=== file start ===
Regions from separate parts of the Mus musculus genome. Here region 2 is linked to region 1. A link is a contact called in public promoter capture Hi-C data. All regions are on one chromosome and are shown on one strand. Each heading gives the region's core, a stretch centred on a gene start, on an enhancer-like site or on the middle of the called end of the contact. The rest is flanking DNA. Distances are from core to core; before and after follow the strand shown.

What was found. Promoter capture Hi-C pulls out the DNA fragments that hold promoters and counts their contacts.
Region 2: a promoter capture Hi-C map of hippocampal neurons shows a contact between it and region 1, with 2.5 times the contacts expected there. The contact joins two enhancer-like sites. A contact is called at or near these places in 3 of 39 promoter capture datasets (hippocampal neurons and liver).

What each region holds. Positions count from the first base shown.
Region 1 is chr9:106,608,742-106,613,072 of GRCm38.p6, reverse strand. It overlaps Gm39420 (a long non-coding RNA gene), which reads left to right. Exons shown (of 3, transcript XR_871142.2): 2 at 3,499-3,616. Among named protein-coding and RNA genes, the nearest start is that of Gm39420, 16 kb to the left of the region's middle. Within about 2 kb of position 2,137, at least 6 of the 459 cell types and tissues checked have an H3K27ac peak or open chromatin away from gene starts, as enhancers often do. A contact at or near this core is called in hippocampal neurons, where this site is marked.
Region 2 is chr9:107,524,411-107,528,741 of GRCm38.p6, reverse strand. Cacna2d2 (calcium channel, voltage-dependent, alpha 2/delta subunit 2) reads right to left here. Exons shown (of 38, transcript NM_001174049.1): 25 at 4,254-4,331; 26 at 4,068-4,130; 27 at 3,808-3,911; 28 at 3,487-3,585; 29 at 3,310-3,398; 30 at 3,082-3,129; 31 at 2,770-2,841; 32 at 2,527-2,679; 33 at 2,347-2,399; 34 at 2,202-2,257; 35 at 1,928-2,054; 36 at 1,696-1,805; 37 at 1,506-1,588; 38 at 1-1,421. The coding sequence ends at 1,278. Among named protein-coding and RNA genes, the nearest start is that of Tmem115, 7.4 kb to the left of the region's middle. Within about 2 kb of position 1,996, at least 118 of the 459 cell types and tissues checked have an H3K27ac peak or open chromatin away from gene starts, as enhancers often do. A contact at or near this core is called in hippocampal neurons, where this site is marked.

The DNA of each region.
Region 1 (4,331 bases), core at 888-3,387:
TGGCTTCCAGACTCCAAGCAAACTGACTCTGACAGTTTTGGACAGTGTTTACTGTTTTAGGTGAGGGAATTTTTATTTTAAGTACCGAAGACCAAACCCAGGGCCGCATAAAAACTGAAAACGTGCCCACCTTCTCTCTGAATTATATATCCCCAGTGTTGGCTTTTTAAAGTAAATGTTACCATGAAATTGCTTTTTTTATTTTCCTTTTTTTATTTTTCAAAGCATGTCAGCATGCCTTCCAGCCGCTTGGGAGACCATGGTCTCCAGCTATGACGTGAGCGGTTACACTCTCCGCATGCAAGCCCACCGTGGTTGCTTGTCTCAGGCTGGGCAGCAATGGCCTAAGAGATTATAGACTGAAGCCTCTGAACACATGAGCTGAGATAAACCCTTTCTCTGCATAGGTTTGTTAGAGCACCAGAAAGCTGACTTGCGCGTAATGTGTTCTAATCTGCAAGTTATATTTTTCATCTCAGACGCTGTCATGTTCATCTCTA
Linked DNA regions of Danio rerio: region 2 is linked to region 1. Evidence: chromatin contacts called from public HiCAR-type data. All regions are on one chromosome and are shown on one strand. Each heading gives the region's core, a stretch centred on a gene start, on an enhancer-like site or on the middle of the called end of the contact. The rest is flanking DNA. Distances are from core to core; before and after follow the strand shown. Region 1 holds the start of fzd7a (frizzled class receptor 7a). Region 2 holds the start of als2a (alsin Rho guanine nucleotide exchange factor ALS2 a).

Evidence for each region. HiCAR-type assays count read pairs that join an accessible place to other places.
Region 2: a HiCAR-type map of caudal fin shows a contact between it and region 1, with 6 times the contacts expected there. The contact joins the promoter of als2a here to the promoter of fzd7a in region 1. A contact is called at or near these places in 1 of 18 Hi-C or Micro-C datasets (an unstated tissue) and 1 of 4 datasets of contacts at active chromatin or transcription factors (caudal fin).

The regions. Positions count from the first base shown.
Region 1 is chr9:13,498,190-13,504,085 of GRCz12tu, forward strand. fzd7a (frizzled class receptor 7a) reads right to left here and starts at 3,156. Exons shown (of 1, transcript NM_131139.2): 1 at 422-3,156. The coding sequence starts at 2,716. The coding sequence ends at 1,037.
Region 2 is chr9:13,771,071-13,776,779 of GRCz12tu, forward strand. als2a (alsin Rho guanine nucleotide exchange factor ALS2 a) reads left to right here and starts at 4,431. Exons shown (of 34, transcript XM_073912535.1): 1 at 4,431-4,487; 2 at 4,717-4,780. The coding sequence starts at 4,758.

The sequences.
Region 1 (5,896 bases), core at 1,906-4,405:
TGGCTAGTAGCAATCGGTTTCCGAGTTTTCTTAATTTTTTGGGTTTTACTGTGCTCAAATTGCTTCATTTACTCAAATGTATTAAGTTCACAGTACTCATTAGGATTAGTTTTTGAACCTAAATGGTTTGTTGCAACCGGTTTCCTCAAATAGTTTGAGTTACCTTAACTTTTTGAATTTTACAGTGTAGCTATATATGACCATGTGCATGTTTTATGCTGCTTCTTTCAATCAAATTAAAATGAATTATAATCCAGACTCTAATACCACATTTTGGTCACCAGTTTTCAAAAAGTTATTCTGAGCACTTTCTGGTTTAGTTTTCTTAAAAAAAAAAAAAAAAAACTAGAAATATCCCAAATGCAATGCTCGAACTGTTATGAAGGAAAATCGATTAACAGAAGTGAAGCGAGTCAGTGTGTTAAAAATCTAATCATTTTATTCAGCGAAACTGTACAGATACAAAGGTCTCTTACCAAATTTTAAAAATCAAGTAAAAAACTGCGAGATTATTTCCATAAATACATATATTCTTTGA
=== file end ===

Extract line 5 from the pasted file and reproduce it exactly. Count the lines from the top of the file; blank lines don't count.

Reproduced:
Region 1 is chr9:106,608,742-106,613,072 of GRCm38.p6, reverse strand. It overlaps Gm39420 (a long non-coding RNA gene), which reads left to right. Exons shown (of 3, transcript XR_871142.2): 2 at 3,499-3,616. Among named protein-coding and RNA genes, the nearest start is that of Gm39420, 16 kb to the left of the region's middle. Within about 2 kb of position 2,137, at least 6 of the 459 cell types and tissues checked have an H3K27ac peak or open chromatin away from gene starts, as enhancers often do. A contact at or near this core is called in hippocampal neurons, where this site is marked.